Hatch Youth’s DigiHatch project was one such winner. The project will engage youth by combining digital literacy instruction with LGBT history and heritage, as well as creative expression through a series of classes to held here at the Center. Over the course, each youth will learn to create a blog or website of their own, giving voice to their own opinions and perspective by incorporating original prose, poetry, art, graphic design or content of their choosing. Select volunteers and staff will lead the course.
The Comcast grant will provide Hatch Youth with the necessary tools, equipment and connectivity to reach at least 40 over the coming year. Those equipment (computers, tablets and visual equipment) will remain with Hatch and allow us to continue digital literacy and creative programming in the years to come.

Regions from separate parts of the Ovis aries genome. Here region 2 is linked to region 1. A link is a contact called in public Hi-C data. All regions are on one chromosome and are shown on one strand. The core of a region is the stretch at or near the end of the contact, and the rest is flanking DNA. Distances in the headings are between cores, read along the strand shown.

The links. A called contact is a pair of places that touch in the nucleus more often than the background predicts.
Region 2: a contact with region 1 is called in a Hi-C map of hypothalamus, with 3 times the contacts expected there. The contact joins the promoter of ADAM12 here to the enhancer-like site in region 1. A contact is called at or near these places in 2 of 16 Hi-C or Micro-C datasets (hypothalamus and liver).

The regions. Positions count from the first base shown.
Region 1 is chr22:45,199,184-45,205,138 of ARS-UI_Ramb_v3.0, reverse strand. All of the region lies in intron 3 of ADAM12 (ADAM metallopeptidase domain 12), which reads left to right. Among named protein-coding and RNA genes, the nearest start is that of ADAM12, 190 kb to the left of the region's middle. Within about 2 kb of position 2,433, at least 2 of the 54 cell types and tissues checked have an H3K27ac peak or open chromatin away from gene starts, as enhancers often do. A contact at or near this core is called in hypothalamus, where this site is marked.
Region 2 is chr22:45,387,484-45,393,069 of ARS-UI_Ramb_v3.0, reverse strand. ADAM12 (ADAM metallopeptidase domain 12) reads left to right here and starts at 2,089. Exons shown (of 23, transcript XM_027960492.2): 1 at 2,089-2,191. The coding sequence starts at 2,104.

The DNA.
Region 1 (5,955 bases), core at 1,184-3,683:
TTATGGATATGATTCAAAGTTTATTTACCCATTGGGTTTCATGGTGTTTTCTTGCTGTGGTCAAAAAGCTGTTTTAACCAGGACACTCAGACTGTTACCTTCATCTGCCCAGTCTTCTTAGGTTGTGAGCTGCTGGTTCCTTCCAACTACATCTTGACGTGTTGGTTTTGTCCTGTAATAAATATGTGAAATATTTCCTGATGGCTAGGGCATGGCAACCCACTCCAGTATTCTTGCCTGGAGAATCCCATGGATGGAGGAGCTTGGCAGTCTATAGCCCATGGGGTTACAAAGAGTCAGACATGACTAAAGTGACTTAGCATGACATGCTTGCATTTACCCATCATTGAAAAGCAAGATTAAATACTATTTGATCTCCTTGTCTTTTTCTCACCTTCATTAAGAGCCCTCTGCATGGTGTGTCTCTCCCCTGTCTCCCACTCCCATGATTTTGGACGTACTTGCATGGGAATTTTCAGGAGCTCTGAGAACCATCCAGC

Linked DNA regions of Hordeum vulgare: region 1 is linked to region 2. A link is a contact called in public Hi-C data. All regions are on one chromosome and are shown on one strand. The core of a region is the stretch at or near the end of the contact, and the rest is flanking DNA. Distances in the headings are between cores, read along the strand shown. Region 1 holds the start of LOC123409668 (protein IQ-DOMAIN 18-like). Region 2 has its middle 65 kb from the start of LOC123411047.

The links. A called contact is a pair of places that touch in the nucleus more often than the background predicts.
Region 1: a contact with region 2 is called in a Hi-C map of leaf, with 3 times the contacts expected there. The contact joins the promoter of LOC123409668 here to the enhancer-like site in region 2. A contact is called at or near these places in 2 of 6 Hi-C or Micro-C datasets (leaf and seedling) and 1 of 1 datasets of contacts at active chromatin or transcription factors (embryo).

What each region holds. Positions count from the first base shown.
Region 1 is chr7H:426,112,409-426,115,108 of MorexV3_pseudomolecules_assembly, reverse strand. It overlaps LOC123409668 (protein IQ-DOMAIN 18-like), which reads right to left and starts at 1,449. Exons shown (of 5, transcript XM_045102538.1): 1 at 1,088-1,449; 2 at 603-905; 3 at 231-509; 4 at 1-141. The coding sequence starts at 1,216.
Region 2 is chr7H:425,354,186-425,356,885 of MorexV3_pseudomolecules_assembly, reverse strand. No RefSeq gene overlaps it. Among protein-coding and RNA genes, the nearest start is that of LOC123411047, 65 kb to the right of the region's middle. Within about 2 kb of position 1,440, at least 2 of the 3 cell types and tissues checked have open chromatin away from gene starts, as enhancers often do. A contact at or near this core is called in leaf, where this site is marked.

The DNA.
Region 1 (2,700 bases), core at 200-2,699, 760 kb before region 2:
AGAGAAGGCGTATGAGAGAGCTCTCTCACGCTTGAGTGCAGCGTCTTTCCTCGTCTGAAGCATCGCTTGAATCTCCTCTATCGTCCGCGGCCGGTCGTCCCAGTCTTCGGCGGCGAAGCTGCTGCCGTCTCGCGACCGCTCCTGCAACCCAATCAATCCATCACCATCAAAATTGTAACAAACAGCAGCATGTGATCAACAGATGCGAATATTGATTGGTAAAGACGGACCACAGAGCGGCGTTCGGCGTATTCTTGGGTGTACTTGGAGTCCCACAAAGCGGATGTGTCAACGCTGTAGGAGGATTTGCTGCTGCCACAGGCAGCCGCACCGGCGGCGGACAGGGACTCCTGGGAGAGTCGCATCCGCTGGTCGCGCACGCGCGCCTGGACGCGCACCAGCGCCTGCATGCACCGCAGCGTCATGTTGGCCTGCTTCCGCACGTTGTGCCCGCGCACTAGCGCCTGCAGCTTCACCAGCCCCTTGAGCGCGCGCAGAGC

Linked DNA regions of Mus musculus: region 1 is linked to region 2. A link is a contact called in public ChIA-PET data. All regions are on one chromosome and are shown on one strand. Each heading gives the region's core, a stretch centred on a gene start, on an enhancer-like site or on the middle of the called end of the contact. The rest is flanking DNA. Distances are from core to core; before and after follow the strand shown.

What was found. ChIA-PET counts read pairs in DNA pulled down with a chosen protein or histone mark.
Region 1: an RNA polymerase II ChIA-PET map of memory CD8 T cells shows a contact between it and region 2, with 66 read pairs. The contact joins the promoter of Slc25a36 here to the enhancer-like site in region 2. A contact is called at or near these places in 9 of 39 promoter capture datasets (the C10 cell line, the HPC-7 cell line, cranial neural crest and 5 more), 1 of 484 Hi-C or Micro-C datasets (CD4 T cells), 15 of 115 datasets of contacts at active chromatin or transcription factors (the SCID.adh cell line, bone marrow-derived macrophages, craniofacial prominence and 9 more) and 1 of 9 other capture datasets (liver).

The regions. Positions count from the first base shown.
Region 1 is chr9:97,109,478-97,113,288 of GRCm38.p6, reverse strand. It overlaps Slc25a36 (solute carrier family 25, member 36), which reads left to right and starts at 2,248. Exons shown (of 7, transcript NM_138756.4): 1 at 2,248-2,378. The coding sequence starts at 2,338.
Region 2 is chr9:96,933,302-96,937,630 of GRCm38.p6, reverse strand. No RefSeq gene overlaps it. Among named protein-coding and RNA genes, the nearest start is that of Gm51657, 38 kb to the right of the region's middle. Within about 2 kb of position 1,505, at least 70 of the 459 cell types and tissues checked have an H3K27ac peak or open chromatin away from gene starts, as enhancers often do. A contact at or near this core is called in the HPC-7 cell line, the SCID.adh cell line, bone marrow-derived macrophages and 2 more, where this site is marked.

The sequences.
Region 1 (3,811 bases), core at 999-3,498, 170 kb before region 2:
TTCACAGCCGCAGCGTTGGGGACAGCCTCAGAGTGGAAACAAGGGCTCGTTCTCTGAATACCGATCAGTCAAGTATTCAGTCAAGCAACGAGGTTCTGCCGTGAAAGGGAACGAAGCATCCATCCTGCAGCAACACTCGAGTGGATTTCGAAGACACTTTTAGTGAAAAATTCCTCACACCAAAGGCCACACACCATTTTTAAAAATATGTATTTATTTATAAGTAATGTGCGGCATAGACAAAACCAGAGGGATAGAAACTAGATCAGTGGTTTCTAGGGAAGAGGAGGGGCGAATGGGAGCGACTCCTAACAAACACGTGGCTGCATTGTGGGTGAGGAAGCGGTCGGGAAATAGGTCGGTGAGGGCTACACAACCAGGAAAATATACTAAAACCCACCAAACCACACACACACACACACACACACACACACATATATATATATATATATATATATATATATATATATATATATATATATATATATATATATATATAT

Though previous generations have gotten by with limited technological proficiency, it is an expectation for all youth who are entering or preparing to enter the job market. Not every person born in the “digital age” has regular access to the Internet at home, or uses it. A majority of regular Hatch Youth participants are from low-income households in which connectivity may be intermittent and devices to access it scarce, shared among the entire household, and/or low-performing. Others may overuse computers or spend an inordinate amount of time on one specific type of technology (i.e., gaming or social media), which can impact educational performance and create “blind spots” regarding other common technologies. Research suggests that variety and moderation of technologies is important to becoming digitally-literate.